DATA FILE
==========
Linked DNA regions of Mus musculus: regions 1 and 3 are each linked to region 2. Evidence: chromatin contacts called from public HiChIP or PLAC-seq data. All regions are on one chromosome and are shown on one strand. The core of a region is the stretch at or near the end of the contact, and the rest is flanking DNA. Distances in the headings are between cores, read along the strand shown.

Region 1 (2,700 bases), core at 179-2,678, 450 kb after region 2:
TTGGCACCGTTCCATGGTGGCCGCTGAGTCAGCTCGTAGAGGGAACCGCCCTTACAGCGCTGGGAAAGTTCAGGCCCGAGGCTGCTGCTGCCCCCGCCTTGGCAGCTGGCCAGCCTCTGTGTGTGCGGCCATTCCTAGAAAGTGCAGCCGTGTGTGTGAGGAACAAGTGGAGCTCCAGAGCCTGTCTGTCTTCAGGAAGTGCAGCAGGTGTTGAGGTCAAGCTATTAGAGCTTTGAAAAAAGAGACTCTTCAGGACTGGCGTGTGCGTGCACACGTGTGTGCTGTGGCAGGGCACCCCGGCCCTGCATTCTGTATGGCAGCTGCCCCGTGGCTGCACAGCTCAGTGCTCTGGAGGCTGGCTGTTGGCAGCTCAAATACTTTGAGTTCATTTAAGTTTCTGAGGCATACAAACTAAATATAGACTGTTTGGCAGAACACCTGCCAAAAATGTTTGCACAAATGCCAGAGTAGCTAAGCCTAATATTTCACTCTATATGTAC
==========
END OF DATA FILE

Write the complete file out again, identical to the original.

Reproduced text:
Linked DNA regions of Mus musculus: regions 1 and 3 are each linked to region 2. Evidence: chromatin contacts called from public HiChIP or PLAC-seq data. All regions are on one chromosome and are shown on one strand. The core of a region is the stretch at or near the end of the contact, and the rest is flanking DNA. Distances in the headings are between cores, read along the strand shown.

Region 1 (2,700 bases), core at 179-2,678, 450 kb after region 2:
TTGGCACCGTTCCATGGTGGCCGCTGAGTCAGCTCGTAGAGGGAACCGCCCTTACAGCGCTGGGAAAGTTCAGGCCCGAGGCTGCTGCTGCCCCCGCCTTGGCAGCTGGCCAGCCTCTGTGTGTGCGGCCATTCCTAGAAAGTGCAGCCGTGTGTGTGAGGAACAAGTGGAGCTCCAGAGCCTGTCTGTCTTCAGGAAGTGCAGCAGGTGTTGAGGTCAAGCTATTAGAGCTTTGAAAAAAGAGACTCTTCAGGACTGGCGTGTGCGTGCACACGTGTGTGCTGTGGCAGGGCACCCCGGCCCTGCATTCTGTATGGCAGCTGCCCCGTGGCTGCACAGCTCAGTGCTCTGGAGGCTGGCTGTTGGCAGCTCAAATACTTTGAGTTCATTTAAGTTTCTGAGGCATACAAACTAAATATAGACTGTTTGGCAGAACACCTGCCAAAAATGTTTGCACAAATGCCAGAGTAGCTAAGCCTAATATTTCACTCTATATGTAC